In upper-low and middle-income countries, actually a large portion of the population has access to smartphones. For example, I was surprised to see how many people in rural parts of Vietnam actually have smartphones and how common internet connection is. In some countries, this may be less true, but we can rely on hybrid approaches where we have tablets in local health community centers or schools, for example. This means people will not need to have a device at home, and rehabilitation professionals will not have to travel all the way to the community.
OpenTeleRehab is specifically designed to use very little data and allow access to content even when offline, so it is ideal for low-connectivity settings or contexts where internet may come and go. Reports show that internet access is increasing every year, so it will become even more relevant for more regions over time.
Q: What inclusive considerations were taken in designing the software?
OpenTeleRehab is patient-centered and has been designed for a wide range of users. The patient mobile app is really simple to use. Users will land on a homepage and it will immediately tell them what to do. There is also a child-friendly version, made specifically for younger users. We followed web content accessibility guidelines to ensure that the software is accessible to users of differing abilities, and we selected what we believed were the most relevant accessibility features for users. One of these is the ability to read the exercises aloud, for users with low vision.
We have also designed OpenTeleRehab to be culturally appropriate. After monitoring other software in various countries, we found that the illustrations were rarely appropriate or representative of the users. Our illustrations are gender-balanced, mostly age-neutral (with the exception of infants), and wearing loose-fitted, full coverage clothing.
Humanity & Inclusion has launched OpenTeleRehab, a new innovative software specifically designed by its experts to provide quality rehabilitation services for isolated populations. The software opens first in Vietnam, with plans to expand to other countries.
In Vietnam, more than 64% of the population live in rural areas, significantly limiting access to rehabilitation care. This is particularly true for people with disabilities for whom traveling long distances can be challenging. There are fewer than one physical therapist per 10,000 people in Vietnam, and only 2% of Vietnamese children receive rehabilitation care when needed.
By contrast, 80% of the population uses a smartphone and 4G coverage is at 95%. Even families with low incomes typically have access to a mobile device. With its background in innovative humanitarian response and rehabilitation expertise, Humanity & Inclusion designed the OpenTeleRehab software as an adaptive solution to ensure both access to and quality of care for patients who need rehabilitation.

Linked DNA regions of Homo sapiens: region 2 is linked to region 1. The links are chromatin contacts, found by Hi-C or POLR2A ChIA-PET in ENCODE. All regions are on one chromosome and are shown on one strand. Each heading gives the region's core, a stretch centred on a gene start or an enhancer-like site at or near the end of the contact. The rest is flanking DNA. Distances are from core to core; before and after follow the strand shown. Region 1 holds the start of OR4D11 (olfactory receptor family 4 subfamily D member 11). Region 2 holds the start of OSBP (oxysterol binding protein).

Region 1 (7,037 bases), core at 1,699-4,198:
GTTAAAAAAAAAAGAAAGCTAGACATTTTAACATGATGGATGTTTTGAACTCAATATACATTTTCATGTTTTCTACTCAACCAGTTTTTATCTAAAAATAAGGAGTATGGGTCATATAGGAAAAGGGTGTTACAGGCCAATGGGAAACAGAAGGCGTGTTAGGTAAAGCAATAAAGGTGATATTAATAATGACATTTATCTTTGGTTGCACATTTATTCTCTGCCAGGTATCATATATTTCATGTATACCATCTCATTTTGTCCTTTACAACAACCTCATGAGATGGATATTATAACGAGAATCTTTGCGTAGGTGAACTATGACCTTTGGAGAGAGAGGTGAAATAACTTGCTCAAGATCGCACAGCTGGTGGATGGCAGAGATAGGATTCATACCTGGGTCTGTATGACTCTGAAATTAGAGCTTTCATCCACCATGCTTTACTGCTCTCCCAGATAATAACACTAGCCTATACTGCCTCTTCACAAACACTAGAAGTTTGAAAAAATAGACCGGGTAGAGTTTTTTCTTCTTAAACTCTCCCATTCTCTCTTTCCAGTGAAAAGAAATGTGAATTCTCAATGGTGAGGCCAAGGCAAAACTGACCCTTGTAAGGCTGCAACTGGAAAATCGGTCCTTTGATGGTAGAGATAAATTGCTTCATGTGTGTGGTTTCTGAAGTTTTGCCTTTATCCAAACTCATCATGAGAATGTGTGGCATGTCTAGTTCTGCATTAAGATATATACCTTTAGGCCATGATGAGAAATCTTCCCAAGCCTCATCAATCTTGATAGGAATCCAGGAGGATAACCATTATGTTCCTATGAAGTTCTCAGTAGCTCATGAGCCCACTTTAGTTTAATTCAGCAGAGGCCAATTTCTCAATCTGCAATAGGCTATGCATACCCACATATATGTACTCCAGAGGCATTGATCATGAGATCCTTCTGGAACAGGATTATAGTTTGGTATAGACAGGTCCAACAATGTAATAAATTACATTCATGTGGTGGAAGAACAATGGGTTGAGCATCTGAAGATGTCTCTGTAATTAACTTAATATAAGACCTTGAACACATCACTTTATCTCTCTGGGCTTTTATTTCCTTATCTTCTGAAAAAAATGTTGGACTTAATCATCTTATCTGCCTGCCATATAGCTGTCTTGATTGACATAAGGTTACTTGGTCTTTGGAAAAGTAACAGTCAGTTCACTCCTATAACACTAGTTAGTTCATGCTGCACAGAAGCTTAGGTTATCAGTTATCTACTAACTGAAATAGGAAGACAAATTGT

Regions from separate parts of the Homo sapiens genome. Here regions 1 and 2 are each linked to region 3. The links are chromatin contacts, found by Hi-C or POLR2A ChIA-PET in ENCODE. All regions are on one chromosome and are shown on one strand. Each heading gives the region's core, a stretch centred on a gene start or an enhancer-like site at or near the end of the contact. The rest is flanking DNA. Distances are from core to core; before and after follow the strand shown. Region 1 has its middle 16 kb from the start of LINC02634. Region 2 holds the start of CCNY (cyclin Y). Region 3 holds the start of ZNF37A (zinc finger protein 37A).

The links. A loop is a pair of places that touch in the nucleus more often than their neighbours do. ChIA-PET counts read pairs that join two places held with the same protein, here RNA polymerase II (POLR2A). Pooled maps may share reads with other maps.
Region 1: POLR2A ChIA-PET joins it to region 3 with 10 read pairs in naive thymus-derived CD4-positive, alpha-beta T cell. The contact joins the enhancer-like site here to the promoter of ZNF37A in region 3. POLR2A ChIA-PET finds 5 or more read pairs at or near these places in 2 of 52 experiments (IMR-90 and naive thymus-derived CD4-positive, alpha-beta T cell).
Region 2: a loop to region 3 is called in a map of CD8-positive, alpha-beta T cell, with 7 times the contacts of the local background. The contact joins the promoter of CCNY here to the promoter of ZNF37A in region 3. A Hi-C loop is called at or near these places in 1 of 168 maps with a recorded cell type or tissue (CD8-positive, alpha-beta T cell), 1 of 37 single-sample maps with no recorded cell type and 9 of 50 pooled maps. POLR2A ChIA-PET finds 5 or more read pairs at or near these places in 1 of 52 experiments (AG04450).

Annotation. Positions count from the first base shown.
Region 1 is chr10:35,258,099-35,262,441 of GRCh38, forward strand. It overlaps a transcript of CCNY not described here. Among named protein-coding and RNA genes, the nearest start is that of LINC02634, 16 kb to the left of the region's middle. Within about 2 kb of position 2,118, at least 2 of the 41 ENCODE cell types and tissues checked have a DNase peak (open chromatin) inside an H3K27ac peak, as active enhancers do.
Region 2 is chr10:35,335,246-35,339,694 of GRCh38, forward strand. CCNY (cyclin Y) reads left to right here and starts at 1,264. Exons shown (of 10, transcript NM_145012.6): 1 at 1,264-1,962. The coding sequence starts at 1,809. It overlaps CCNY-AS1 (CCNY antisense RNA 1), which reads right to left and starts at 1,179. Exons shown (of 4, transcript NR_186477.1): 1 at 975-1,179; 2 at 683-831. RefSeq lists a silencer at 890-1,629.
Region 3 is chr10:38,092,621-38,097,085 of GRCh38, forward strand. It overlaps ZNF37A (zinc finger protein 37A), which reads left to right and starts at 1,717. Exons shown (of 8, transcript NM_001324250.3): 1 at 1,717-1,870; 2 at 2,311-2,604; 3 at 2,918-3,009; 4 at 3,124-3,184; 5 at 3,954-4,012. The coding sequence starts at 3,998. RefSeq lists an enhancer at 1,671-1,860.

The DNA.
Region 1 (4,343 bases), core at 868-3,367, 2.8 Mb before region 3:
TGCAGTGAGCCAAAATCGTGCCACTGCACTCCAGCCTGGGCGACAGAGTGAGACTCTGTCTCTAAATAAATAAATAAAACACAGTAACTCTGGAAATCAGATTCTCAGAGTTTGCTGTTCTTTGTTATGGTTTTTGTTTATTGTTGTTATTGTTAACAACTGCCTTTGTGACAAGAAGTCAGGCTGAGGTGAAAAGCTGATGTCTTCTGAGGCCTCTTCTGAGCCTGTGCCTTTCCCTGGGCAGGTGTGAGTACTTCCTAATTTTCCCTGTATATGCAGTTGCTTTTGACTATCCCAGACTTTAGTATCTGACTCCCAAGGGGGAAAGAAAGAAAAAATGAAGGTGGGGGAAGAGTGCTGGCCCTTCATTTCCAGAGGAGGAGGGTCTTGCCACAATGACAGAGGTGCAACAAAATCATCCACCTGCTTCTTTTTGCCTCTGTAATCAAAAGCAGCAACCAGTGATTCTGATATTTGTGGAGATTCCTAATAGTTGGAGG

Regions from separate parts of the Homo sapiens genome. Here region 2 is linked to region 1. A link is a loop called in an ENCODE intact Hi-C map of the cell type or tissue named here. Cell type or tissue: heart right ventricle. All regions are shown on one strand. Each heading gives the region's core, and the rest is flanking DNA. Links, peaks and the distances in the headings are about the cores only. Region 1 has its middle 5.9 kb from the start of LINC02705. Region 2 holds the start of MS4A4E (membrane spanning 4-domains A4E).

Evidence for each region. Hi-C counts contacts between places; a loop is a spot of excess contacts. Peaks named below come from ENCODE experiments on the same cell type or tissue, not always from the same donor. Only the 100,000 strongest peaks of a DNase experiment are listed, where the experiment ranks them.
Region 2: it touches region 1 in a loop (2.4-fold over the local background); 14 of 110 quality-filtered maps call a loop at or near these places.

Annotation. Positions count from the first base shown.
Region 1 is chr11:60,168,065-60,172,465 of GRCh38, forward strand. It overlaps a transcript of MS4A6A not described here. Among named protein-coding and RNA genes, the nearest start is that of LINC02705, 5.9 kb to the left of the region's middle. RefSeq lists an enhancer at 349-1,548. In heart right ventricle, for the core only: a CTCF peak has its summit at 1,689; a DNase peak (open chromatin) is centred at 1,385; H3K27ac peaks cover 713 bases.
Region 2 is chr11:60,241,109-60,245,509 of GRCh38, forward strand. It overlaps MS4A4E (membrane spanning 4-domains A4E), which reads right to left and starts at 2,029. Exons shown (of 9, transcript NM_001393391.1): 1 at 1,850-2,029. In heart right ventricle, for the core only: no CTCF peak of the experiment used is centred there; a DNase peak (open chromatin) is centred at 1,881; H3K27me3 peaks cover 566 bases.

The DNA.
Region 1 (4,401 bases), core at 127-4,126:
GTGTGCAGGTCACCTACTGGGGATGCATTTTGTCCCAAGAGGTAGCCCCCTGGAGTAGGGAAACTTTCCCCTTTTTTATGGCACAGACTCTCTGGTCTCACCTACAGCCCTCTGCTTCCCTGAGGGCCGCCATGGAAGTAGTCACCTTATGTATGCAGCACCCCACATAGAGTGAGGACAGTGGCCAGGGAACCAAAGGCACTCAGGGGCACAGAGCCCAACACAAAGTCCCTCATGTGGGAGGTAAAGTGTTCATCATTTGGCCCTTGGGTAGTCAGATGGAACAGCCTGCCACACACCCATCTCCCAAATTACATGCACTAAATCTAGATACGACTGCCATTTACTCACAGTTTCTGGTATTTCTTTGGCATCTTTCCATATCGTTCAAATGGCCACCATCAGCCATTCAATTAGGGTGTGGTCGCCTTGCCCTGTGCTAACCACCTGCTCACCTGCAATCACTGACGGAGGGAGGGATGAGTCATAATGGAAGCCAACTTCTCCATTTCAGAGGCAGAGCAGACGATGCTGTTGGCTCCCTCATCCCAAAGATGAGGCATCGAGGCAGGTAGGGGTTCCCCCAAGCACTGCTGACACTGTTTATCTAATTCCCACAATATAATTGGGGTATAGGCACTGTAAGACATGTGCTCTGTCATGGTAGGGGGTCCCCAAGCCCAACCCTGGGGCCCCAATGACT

The software with developed in partnership with hospitals in Vietnam and JAMK University. Its development was funded by USAID and the Botnar Foundation.
Custom care, accessible to all
“The application will provide remote rehabilitation services, increasing access to care in contexts where the rehabilitation workforce is limited,” says Martin Jacobs, Humanity & Inclusion rehabilitation technical advisor and OpenTeleRehab project manager. “Patients are taught in service by their therapist how to use the patient mobile application, then, once they are home, they can access their custom treatment plan by smartphone. The treatment plan can include exercises, information, educational material and questionnaires. Therapists can organize regular follow-up audio or video calls and track patient progress and adherence to the plan.” Read a full Q&A with Jacobs about this software launch.
OpenTeleRehab aims to increase access to rehabilitation services by strengthening hospital discharge, transition of care and community-based follow-up. It should help prevent repeat hospital stays for people with long-term needs, lower patient costs, optimize functioning and reduce obstacles for individuals with disabilities in central Vietnam. Its offline features ensure that it can easily be used in contexts with limited internet access, and a child-friendly version of the patient mobile app increases engagement among young users.
Implementation and next steps
The initial OpenTeleRehab launch will be piloted in two provinces of Vietnam, serving 550 direct patients and their families. Tablets will be distributed to families if they are unable to access a mobile device. After its initial release, Humanity & Inclusion plans to further develop its services and eventually expand its use.
“The next steps will be to increase the number of exercises in the library, and to translate it to different languages,” Jacobs explains. “We will then be able to deploy the software in different countries and different contexts.”